About a month ago, the Cauchy integral theorem for some simple domains landed in mathlib. PR number 10000 was specially allocated for this occasion in advance. In this post I will recollect the events that led to this formalization.

Unlike all other formalizations of the Cauchy integral formula, this one is based on a very general version of the divergence theorem. I discuss the technical decisions behind this formalization in a paper I have recently submitted to the ITP conference.

The simplest version of the divergence theorem says that for a continuously differentiable vector field $v$ on a rectangular box $I$ in $ℝ^n$, the integral of the divergence $\operatorname{div} v$ over $I$ is equal to the flux of $v$ through the boundary of $I$, where the flux of $v$ through $i$-th front (resp., back) face of $I$ is defined as plus (resp., minus) the integral of $v_i$ over this face.

The Cauchy integral theorem (a.k.a. the Cauchy-Goursat theorem) states that the integral $\oint_\gamma f(z)\,dz$ is equal to zero provided that $f$ is complex differentiable in the domain bounded by $\gamma$. For simplicity, let us consider only rectangular domains.

If $f:ℂ → ℂ$ is continuously differentiable on this rectangle, then the Cauchy-Goursat theorem for $f$ on this rectangle follows from the divergence theorem applied to the vector field $v_{f}(x, y)=(\operatorname{Re} f(x+iy), -\operatorname{Im} f(x+iy))$.

Many students (including me) were taught that this argument can't be patched to work for any differentiable function, and one has to use a trick specific to complex analysis (e.g., an explicit infinite descent on triangles). In October 2020, we had a chat on Zulip about formalization of complex analysis, where Patrick Massot shared a link to a paper by Felipe Acker where Felipe proves the divergence theorem for a differentiable vector field with continuous divergence. The vector field $v_f$ introduced above has divergence zero, hence this version of the divergence theorem implies the Cauchy-Goursat theorem.

I started formalizing a simplified version of Acker's proof right away, and had a draft version by November 2020. Later I dropped this version, but some traces of this attempt can be found in this abandoned pull request.

Once I had the first draft, I realized that the proof reminded me of the proof of the Fundamental Theorem of Calculus for the Henstock-Kurzweil integral. I had heard about this integral when I was a student at the Moscow State University, and some of my classmates complained that their professor Lukashenko1 made them study the useless Henstock integral as a part of a standard 1st year analysis course.

So, I opened some old lecture notes written by my classmates, refreshed my knowledge of the Henstock integral, and realized that actually I prove that the divergence is integrable in the sense of one of possible generalizations of this integral to $ℝ^n$. Thus I decided to formalize the Henstock integral in Lean and split the proof into two parts: the divergence theorem for a Henstock-like integral that required no regularity from the divergence, and a proof of the fact that any Bochner integrable function is Henstock integrable.

During most of 2021 I worked on other projects but in the fall I came back to the divergence theorem and formalized it. The university library was closed because of the pandemic and I failed to find a good source on the multivariable Henstock integral online, so I had to generalize theorems myself.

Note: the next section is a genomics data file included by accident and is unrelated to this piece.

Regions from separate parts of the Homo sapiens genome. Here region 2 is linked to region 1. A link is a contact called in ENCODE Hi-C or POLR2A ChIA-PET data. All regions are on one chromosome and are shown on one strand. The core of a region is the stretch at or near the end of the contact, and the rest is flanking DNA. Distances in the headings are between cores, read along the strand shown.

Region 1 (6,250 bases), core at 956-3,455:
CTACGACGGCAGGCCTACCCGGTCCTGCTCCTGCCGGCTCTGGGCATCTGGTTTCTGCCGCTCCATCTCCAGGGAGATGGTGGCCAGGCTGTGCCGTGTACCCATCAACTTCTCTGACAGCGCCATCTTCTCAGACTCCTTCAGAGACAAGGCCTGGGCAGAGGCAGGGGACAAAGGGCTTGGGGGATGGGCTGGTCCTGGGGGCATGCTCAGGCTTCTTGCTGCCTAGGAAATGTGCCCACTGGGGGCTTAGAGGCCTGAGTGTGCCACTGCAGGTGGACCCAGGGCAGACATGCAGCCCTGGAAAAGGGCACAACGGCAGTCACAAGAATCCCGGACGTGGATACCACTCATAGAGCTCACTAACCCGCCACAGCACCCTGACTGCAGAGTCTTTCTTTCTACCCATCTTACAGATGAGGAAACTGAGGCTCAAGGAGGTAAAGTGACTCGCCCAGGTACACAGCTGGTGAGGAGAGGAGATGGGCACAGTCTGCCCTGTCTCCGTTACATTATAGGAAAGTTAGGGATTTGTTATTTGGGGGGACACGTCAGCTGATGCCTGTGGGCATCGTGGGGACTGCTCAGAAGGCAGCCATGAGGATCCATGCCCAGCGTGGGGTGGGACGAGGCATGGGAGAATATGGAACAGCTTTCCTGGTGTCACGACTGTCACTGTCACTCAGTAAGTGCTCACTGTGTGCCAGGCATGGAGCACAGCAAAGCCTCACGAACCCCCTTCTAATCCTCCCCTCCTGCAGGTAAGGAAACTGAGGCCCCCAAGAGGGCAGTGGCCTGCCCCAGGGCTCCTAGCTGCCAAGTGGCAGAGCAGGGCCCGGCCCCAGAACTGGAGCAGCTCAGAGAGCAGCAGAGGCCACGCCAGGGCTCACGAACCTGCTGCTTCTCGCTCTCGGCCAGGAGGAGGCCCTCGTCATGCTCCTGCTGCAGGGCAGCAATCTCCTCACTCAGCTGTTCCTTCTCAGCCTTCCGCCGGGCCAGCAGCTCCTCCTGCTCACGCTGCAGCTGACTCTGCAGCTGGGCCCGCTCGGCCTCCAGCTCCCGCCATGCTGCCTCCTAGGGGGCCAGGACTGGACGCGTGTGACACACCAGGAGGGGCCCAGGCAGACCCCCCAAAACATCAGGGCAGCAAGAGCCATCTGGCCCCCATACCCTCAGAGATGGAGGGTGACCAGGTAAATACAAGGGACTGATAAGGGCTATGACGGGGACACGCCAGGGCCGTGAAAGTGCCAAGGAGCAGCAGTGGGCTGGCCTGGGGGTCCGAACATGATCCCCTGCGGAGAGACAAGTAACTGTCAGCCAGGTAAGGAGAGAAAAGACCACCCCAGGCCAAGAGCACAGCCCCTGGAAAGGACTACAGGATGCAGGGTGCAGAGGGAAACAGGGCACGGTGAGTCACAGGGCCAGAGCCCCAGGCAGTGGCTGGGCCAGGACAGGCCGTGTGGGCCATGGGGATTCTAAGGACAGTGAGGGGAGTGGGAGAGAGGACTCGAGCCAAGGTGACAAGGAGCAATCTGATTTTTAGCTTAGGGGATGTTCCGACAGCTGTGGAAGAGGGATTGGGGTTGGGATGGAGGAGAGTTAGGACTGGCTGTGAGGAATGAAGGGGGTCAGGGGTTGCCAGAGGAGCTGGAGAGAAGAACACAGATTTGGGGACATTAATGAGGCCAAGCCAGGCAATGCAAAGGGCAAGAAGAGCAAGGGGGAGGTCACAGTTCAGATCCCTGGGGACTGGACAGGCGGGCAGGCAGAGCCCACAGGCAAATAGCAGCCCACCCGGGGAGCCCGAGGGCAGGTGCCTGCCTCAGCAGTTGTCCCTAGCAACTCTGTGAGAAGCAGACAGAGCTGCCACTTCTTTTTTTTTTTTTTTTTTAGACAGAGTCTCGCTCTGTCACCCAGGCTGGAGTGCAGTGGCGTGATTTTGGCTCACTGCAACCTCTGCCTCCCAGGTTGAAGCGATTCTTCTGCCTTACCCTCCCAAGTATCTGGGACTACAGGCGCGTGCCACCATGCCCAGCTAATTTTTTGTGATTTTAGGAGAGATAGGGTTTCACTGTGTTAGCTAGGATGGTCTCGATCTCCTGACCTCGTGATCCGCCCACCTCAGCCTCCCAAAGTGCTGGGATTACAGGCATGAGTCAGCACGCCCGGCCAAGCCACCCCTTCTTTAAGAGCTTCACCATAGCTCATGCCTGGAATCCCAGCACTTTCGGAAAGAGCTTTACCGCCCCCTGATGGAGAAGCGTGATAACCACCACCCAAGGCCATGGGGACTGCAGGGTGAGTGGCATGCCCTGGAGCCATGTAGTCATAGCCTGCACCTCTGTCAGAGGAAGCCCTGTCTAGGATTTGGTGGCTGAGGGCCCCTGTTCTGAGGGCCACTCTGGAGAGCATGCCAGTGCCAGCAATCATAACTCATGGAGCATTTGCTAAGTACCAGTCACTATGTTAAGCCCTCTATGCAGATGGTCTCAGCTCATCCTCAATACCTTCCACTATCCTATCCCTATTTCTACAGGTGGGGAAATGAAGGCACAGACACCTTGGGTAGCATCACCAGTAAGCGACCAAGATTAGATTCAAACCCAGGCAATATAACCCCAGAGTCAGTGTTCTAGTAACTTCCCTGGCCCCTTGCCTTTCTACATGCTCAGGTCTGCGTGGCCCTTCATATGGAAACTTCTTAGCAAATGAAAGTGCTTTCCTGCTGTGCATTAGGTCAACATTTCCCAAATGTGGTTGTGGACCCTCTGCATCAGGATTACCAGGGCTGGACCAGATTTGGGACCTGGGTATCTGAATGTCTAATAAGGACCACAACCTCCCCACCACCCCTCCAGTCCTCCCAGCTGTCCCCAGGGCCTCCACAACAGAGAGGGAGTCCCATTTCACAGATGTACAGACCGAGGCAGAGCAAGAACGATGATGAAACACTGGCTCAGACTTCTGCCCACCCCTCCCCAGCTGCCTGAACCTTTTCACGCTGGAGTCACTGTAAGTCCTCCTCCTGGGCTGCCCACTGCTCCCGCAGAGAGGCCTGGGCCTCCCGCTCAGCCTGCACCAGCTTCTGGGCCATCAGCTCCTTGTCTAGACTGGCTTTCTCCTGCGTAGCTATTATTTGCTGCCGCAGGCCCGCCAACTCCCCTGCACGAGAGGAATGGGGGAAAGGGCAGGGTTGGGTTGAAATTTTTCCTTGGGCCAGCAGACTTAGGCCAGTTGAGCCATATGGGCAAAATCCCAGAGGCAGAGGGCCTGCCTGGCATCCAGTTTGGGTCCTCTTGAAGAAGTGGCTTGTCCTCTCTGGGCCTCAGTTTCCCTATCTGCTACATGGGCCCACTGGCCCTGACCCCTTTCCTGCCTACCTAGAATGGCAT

The most difficult part was to formalize the notion of a Henstock/McShane/Riemann integral (it took more than 4000 lines) and figure out what parts of the one-dimensional proofs I had at hand work in the multivariable settings.

In October 2021, I formalized the divergence theorem for a Henstock-style integral and by the first days of January I had the Cauchy-Goursat theorem. This opened a door to formalization of other topics in complex analysis, and I have already formalized the Riemann removable singularity theorem (merged) and the maximum modulus principle (pending API update and review). Moreover, Jireh Loreaux already used my new additions to the library to prove Gelfand's formula for the spectral radius, pending review.

In January 2022, I decided to write an ITP paper about this project. While searching for references for the paper, I found a survey by Benedetto Bongiorno. I still can't understand why I didn't find this survey half a year earlier (I found it by googling for something like "Henstock integral divergence theorem"). I read the survey and found out that the version of the Henstock-Kurzweil integral I used in the project was introduced by Mawhin about 5 years before I was born, and there are several more advanced definitions that allow us to prove the divergence theorem with even weaker assumptions (e.g., with one of the integrals one can replace the differentiability assumption by continuity on a countable set of hyperplanes).

For a few days, I was unsure whether I should proceed with my paper or implement one of these integrals first. Then I decided to write about the completed project and write about other integrals in the "Future plans" section.

1. The undergraduate education at MSU (and most other Russian universities) is very different from what you see on the West. Different majors have separate entrance exams (it is possible but not at all trivial to change one's from math major to CS or economics) and most of the courses for the first 2-3 years are determined by the student's major. Moreover, the students are distributed into groups of about 20-25 people, and students from one group go to the same section of each course. All ~300 of math major freshmen have to take proof-based courses in Analysis, Algebra, and Linear Algebra.